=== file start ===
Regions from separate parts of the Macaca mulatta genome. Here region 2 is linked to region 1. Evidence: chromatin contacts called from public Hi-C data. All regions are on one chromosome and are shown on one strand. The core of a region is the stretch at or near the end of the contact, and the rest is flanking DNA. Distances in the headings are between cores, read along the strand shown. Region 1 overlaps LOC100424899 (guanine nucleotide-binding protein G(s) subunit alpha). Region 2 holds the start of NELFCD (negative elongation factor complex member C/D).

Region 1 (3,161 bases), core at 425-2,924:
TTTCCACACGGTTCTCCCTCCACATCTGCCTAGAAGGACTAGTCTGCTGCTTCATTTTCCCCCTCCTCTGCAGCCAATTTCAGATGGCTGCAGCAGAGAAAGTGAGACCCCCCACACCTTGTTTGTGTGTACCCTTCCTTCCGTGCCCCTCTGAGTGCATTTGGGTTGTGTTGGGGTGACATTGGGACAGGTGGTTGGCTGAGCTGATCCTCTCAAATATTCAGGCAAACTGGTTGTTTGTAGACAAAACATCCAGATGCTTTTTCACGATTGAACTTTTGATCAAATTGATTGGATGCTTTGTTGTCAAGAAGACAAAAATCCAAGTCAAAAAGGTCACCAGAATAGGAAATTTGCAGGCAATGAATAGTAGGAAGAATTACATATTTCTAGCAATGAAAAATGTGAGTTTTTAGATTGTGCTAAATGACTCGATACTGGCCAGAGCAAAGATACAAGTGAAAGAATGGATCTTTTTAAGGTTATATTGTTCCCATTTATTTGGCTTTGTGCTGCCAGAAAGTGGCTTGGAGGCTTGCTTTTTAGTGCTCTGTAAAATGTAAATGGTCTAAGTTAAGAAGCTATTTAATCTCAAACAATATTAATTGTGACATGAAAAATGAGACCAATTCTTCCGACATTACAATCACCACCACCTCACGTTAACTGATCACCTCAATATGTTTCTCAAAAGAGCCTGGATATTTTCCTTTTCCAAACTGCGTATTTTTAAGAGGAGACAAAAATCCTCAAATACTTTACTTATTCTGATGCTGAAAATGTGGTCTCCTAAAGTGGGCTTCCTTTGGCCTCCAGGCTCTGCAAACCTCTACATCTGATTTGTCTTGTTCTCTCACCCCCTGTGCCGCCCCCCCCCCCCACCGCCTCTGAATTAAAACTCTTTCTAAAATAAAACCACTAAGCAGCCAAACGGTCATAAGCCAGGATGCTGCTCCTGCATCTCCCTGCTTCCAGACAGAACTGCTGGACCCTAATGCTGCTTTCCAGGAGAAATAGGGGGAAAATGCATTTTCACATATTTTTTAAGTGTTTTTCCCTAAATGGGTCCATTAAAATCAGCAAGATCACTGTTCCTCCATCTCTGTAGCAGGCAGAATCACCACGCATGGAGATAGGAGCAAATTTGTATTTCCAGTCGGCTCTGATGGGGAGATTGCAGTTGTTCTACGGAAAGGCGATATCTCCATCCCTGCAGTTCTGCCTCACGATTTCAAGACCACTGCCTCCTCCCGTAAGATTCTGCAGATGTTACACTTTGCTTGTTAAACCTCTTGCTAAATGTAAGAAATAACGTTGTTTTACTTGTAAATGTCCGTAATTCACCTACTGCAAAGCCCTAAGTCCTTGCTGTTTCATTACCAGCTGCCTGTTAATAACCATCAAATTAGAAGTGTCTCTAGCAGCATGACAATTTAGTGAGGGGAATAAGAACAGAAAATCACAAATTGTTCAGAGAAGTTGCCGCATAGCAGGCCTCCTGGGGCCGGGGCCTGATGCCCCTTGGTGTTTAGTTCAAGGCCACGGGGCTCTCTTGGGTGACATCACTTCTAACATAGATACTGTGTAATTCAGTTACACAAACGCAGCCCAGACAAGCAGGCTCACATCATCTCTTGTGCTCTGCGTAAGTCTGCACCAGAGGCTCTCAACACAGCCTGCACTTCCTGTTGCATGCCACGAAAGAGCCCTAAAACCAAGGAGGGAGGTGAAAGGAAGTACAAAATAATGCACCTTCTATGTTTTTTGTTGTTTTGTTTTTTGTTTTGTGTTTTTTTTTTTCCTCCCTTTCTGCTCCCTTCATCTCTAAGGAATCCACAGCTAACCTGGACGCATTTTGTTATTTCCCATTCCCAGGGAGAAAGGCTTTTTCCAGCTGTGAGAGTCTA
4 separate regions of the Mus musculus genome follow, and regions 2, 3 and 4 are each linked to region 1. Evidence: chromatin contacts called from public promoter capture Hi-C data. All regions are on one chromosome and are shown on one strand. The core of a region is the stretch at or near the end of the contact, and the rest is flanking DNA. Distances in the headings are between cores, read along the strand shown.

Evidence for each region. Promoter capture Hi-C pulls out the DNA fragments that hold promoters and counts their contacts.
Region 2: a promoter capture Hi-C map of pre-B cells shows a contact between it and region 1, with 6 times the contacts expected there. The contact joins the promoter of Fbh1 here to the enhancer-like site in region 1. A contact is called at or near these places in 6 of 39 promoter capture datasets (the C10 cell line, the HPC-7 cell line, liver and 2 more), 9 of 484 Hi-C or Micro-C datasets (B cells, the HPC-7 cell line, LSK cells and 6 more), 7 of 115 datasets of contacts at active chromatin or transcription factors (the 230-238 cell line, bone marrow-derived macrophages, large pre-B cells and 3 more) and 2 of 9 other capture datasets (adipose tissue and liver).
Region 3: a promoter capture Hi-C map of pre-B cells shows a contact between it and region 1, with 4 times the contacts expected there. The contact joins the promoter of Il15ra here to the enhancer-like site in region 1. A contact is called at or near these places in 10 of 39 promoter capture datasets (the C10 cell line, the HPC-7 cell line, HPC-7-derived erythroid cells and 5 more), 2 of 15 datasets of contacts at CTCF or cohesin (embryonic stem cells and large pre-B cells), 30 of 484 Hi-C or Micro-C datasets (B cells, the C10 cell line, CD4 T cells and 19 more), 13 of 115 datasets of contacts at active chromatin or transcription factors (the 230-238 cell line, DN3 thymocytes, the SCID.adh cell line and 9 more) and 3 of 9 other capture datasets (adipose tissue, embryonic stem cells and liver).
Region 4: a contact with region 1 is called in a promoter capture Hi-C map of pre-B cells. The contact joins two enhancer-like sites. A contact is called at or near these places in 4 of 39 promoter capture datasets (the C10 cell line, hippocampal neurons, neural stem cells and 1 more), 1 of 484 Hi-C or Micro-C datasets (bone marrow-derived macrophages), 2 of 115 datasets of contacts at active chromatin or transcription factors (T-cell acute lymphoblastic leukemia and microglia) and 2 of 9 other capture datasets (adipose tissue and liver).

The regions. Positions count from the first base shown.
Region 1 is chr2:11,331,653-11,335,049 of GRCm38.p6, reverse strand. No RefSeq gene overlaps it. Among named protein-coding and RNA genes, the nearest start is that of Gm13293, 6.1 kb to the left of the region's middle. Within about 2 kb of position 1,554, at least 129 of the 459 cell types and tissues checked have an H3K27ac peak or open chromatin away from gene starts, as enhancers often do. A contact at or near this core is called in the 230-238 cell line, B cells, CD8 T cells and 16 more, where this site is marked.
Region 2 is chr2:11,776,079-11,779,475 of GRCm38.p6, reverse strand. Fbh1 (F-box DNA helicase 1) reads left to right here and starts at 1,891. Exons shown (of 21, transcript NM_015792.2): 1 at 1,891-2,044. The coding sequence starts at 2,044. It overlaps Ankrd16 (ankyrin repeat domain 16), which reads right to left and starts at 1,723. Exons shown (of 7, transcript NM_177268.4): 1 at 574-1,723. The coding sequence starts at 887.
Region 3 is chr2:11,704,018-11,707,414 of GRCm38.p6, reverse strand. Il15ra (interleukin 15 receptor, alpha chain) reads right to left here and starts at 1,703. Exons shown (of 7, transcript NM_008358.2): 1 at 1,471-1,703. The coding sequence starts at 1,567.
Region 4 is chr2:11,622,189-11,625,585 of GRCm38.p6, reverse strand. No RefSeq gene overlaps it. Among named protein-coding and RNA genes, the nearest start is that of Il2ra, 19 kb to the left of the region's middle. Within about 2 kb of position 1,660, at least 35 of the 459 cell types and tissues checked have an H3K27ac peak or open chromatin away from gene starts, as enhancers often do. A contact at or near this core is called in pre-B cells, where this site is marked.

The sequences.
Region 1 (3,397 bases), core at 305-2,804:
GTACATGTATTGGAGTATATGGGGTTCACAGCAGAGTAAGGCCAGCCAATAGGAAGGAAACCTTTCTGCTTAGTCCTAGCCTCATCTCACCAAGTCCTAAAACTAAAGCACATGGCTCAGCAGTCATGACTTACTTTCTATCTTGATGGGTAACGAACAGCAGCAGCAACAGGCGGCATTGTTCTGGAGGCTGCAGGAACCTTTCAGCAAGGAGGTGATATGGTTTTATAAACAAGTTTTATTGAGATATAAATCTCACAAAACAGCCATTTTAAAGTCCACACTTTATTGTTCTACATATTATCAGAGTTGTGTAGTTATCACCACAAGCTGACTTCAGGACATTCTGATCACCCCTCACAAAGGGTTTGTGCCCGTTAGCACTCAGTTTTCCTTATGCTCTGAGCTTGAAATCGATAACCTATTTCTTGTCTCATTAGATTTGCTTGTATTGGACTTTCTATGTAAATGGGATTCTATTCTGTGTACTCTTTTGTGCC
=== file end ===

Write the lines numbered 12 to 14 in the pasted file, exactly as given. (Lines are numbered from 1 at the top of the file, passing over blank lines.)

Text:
Region 3 is chr2:11,704,018-11,707,414 of GRCm38.p6, reverse strand. Il15ra (interleukin 15 receptor, alpha chain) reads right to left here and starts at 1,703. Exons shown (of 7, transcript NM_008358.2): 1 at 1,471-1,703. The coding sequence starts at 1,567.
Region 4 is chr2:11,622,189-11,625,585 of GRCm38.p6, reverse strand. No RefSeq gene overlaps it. Among named protein-coding and RNA genes, the nearest start is that of Il2ra, 19 kb to the left of the region's middle. Within about 2 kb of position 1,660, at least 35 of the 459 cell types and tissues checked have an H3K27ac peak or open chromatin away from gene starts, as enhancers often do. A contact at or near this core is called in pre-B cells, where this site is marked.

The sequences.